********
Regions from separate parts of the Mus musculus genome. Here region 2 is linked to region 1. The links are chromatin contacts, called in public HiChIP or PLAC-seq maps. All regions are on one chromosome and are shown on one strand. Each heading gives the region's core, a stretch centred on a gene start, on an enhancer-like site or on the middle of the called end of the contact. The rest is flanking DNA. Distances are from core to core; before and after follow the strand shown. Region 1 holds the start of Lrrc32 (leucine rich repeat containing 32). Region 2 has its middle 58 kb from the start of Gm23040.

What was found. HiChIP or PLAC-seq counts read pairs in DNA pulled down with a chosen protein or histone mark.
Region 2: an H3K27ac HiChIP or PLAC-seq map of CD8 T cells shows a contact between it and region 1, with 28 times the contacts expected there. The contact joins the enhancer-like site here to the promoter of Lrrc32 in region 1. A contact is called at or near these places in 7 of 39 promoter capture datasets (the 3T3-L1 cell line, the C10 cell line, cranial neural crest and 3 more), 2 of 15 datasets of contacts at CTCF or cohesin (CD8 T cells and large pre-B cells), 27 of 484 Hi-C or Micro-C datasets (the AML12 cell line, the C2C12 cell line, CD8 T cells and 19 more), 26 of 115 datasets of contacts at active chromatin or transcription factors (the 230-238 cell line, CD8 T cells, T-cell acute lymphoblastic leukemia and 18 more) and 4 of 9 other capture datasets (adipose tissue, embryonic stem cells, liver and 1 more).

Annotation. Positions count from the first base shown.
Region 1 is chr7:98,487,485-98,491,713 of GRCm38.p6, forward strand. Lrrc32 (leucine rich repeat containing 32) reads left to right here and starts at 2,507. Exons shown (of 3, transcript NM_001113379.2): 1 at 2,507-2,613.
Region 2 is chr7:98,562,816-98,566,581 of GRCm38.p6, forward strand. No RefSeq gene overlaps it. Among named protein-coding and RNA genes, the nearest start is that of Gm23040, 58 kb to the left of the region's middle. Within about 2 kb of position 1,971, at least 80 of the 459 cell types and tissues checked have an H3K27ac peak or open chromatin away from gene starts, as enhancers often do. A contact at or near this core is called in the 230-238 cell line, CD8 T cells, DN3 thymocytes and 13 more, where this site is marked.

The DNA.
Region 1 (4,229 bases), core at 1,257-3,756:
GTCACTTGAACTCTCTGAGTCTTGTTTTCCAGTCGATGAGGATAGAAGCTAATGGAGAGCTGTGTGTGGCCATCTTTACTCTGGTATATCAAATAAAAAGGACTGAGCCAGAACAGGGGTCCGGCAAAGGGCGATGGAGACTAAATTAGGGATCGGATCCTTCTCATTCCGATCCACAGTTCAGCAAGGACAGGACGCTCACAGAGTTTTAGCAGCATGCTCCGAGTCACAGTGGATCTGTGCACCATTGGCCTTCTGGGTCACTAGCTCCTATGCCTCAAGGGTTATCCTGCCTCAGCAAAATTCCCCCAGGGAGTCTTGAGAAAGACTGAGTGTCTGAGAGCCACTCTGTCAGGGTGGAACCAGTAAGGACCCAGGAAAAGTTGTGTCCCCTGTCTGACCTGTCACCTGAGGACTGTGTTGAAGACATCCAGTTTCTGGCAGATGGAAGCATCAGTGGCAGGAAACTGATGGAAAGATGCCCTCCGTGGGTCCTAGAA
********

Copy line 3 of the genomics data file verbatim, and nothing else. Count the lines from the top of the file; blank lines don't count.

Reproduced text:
Region 2: an H3K27ac HiChIP or PLAC-seq map of CD8 T cells shows a contact between it and region 1, with 28 times the contacts expected there. The contact joins the enhancer-like site here to the promoter of Lrrc32 in region 1. A contact is called at or near these places in 7 of 39 promoter capture datasets (the 3T3-L1 cell line, the C10 cell line, cranial neural crest and 3 more), 2 of 15 datasets of contacts at CTCF or cohesin (CD8 T cells and large pre-B cells), 27 of 484 Hi-C or Micro-C datasets (the AML12 cell line, the C2C12 cell line, CD8 T cells and 19 more), 26 of 115 datasets of contacts at active chromatin or transcription factors (the 230-238 cell line, CD8 T cells, T-cell acute lymphoblastic leukemia and 18 more) and 4 of 9 other capture datasets (adipose tissue, embryonic stem cells, liver and 1 more).